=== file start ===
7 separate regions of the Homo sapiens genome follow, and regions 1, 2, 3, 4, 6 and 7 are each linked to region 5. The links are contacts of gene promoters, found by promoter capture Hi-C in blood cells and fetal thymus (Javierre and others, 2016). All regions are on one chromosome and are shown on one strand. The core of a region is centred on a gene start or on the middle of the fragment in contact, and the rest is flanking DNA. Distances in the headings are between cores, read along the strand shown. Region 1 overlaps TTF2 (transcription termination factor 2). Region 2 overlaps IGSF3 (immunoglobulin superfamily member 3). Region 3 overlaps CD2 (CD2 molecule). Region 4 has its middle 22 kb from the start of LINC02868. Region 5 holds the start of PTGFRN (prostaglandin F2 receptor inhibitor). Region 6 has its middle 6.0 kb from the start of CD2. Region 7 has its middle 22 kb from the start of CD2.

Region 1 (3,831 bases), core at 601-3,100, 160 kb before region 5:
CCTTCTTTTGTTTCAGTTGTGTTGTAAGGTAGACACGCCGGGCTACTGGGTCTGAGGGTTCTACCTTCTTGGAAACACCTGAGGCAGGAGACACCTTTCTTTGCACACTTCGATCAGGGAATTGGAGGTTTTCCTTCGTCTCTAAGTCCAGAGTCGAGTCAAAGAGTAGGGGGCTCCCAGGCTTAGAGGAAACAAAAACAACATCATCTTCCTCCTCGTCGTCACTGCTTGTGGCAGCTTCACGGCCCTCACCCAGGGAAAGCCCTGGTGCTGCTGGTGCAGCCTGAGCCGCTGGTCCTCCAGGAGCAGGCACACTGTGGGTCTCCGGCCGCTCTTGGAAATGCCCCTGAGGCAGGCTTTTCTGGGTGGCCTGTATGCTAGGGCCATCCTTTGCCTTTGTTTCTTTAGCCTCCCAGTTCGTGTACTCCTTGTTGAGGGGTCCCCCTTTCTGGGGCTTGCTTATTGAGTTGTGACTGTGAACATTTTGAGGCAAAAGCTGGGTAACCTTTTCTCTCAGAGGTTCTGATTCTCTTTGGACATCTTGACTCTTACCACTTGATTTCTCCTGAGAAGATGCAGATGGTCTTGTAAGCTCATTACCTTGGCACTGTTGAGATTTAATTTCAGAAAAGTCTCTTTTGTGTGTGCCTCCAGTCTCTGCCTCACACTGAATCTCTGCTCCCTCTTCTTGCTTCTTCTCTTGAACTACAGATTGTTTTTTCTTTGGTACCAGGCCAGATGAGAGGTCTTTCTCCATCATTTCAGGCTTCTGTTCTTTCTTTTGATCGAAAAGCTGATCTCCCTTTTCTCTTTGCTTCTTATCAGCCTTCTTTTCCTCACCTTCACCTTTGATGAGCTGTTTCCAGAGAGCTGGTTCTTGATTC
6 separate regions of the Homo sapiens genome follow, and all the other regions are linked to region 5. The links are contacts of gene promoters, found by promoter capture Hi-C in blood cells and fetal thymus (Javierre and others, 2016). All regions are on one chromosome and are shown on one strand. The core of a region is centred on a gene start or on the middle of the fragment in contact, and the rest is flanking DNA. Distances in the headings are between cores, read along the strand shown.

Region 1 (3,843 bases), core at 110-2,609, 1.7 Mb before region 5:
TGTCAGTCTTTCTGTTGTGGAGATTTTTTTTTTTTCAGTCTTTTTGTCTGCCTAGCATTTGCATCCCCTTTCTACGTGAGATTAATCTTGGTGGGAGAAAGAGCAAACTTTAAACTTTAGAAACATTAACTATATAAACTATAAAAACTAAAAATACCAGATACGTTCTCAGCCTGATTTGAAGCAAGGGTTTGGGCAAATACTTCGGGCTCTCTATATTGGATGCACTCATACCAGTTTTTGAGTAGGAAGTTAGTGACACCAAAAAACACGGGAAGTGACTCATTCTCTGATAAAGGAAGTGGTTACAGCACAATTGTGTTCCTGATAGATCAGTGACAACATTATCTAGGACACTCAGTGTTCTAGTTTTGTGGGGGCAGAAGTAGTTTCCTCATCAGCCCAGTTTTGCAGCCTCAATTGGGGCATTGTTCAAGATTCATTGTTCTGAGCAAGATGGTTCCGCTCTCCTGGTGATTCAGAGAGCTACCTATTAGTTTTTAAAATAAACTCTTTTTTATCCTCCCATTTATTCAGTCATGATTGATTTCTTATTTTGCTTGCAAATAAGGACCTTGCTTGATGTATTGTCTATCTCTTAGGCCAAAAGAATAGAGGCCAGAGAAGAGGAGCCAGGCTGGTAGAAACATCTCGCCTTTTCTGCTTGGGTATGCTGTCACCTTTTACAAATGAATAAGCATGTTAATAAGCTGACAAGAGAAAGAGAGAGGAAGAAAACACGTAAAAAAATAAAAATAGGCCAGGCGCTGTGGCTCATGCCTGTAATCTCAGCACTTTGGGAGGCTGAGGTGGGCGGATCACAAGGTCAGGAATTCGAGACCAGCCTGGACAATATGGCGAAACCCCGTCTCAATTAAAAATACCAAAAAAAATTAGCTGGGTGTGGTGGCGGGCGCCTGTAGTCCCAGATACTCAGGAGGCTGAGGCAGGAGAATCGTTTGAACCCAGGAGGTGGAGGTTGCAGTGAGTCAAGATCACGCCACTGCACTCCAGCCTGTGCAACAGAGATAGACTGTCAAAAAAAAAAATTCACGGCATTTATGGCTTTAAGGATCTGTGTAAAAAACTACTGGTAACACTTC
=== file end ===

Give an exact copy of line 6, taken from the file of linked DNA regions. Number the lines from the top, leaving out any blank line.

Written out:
TGTCAGTCTTTCTGTTGTGGAGATTTTTTTTTTTTCAGTCTTTTTGTCTGCCTAGCATTTGCATCCCCTTTCTACGTGAGATTAATCTTGGTGGGAGAAAGAGCAAACTTTAAACTTTAGAAACATTAACTATATAAACTATAAAAACTAAAAATACCAGATACGTTCTCAGCCTGATTTGAAGCAAGGGTTTGGGCAAATACTTCGGGCTCTCTATATTGGATGCACTCATACCAGTTTTTGAGTAGGAAGTTAGTGACACCAAAAAACACGGGAAGTGACTCATTCTCTGATAAAGGAAGTGGTTACAGCACAATTGTGTTCCTGATAGATCAGTGACAACATTATCTAGGACACTCAGTGTTCTAGTTTTGTGGGGGCAGAAGTAGTTTCCTCATCAGCCCAGTTTTGCAGCCTCAATTGGGGCATTGTTCAAGATTCATTGTTCTGAGCAAGATGGTTCCGCTCTCCTGGTGATTCAGAGAGCTACCTATTAGTTTTTAAAATAAACTCTTTTTTATCCTCCCATTTATTCAGTCATGATTGATTTCTTATTTTGCTTGCAAATAAGGACCTTGCTTGATGTATTGTCTATCTCTTAGGCCAAAAGAATAGAGGCCAGAGAAGAGGAGCCAGGCTGGTAGAAACATCTCGCCTTTTCTGCTTGGGTATGCTGTCACCTTTTACAAATGAATAAGCATGTTAATAAGCTGACAAGAGAAAGAGAGAGGAAGAAAACACGTAAAAAAATAAAAATAGGCCAGGCGCTGTGGCTCATGCCTGTAATCTCAGCACTTTGGGAGGCTGAGGTGGGCGGATCACAAGGTCAGGAATTCGAGACCAGCCTGGACAATATGGCGAAACCCCGTCTCAATTAAAAATACCAAAAAAAATTAGCTGGGTGTGGTGGCGGGCGCCTGTAGTCCCAGATACTCAGGAGGCTGAGGCAGGAGAATCGTTTGAACCCAGGAGGTGGAGGTTGCAGTGAGTCAAGATCACGCCACTGCACTCCAGCCTGTGCAACAGAGATAGACTGTCAAAAAAAAAAATTCACGGCATTTATGGCTTTAAGGATCTGTGTAAAAAACTACTGGTAACACTTC